This is the third in a series of posts about adjunct professors. The first post, about research professors vs. teaching-only professors, went mostly unnoticed, but the second post, where I started to dissect the rhetoric surrounding adjunct professors, generated some serious and lengthy discussion in the comments. Before I try to do more, I want to publicize some of that discussion, especially the information supplied by Ana Tamayo of Adjunct Justice and Robin Sowards of the Adjunct Faculty Association, which is affiliated with the United Steelworkers. Because we have different experiences, and likely different images of what an ideal university and an ideal faculty member look like, our approaches to the problem are different... and they should be.

Tuesday, November 5, 2013

All it takes to be a behaviorist... or... Manifesto, Take 2

There is much confusion over what it means to be a behaviorist. This is largely due to silly posturing by Big Names over the past 100 years ago. Rather than work to develop the theory and implications of behaviorism based on broad first principles, researchers developed their own niche specializations, and then each declared "Behaviorism" to be "What I do." I don't want to dwell on this history here, but rather present a sketch of how behaviorism should be understood.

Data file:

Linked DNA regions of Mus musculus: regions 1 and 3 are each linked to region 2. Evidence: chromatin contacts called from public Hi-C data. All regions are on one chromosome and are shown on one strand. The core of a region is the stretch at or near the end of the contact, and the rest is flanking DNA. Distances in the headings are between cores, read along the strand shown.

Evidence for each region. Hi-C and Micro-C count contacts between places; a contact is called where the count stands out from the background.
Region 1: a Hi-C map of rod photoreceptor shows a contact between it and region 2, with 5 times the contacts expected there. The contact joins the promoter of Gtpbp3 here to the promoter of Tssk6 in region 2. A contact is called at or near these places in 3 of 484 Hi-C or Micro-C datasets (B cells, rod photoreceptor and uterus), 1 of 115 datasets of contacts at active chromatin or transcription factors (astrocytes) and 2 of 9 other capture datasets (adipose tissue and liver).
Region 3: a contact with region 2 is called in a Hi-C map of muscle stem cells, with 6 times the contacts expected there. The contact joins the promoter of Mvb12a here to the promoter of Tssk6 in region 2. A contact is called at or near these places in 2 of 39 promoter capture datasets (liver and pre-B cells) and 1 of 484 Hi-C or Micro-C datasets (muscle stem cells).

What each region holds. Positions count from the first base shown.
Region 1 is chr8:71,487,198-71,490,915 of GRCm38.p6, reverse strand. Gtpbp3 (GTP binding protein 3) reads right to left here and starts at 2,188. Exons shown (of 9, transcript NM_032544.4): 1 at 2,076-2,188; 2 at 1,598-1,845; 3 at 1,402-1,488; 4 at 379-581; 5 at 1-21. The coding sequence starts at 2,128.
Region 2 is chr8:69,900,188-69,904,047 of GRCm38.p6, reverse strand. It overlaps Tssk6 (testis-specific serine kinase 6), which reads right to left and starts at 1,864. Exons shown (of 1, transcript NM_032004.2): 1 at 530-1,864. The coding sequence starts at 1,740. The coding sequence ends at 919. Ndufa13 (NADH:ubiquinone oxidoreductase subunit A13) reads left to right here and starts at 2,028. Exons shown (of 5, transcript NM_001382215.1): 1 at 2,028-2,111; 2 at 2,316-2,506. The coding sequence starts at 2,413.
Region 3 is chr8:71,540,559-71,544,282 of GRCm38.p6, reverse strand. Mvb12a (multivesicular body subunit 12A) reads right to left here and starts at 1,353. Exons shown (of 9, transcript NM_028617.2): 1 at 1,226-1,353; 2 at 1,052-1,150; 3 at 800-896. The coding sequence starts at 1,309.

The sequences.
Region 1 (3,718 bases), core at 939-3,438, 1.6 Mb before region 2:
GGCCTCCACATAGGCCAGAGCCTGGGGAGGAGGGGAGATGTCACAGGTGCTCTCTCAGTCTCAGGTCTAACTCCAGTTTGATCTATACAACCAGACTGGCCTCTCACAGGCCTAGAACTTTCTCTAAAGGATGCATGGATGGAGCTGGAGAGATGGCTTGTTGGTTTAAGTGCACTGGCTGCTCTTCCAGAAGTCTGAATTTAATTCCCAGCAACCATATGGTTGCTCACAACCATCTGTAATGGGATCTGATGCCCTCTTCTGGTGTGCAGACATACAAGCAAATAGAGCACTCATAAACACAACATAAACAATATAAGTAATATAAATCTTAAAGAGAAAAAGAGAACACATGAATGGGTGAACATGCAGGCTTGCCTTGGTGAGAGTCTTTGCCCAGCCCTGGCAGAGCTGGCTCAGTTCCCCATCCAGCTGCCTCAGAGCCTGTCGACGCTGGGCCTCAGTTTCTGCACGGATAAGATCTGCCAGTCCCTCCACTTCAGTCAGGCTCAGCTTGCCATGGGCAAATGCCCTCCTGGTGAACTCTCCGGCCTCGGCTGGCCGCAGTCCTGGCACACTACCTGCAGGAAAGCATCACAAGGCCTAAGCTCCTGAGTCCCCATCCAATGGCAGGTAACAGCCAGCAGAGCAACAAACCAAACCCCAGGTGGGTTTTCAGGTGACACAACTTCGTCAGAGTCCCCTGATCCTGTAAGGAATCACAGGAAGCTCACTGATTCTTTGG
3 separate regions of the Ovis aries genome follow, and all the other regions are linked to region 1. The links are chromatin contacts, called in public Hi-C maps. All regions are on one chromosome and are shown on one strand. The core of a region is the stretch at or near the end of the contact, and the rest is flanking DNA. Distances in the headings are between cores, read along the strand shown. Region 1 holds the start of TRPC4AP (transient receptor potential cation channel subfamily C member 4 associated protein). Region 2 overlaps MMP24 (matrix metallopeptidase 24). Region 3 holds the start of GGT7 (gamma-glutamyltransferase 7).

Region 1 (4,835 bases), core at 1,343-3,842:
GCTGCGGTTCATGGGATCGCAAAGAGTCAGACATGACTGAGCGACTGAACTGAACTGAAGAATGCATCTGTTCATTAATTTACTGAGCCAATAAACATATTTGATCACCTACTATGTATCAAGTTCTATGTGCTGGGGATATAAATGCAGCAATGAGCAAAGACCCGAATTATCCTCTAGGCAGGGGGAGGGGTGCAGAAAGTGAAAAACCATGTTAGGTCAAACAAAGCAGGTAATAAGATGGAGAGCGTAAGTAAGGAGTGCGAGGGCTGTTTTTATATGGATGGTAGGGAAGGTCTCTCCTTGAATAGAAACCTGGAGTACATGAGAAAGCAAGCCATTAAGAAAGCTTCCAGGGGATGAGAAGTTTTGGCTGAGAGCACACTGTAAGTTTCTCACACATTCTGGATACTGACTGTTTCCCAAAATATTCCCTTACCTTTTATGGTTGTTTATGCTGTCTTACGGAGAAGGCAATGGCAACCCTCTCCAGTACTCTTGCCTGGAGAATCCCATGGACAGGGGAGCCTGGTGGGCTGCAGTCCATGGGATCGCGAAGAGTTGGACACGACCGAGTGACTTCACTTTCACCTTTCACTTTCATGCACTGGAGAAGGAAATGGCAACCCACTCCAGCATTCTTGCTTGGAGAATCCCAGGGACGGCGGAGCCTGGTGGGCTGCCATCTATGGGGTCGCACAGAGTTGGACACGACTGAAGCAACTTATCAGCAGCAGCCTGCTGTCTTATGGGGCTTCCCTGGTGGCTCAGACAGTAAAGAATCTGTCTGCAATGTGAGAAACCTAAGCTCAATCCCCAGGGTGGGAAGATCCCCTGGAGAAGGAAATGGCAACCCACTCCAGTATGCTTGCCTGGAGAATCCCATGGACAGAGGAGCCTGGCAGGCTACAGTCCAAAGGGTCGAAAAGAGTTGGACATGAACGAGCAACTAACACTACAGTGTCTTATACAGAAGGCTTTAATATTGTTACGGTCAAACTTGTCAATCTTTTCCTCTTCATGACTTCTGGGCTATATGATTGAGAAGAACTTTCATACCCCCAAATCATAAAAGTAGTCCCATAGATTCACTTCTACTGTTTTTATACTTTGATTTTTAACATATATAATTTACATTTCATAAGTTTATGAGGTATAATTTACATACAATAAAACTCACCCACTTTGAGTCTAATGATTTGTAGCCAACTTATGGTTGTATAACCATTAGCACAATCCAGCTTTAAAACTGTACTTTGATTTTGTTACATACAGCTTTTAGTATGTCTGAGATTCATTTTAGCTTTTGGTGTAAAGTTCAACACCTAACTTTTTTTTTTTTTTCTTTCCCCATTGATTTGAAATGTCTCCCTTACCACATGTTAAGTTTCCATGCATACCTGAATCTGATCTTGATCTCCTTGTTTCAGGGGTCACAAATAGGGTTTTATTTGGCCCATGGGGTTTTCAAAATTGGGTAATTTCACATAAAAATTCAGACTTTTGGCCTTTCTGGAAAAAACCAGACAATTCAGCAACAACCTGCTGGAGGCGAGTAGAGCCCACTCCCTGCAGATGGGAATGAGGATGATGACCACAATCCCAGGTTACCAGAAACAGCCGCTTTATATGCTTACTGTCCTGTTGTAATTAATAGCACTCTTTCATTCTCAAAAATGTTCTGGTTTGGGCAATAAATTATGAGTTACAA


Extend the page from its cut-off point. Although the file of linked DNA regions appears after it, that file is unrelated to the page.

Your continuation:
Thursday, October 17, 2013

Fixing Psychology, 100 Posts at a time!

So, there I was, pre-tenure at a schizophrenic part-research-university, part-liberal-arts-college, part-trade-school, with a disabled wife and two young girls... and I figured I had enough time on my hands to start a blog. Probably not the smartest move, but it has gone pretty well so far.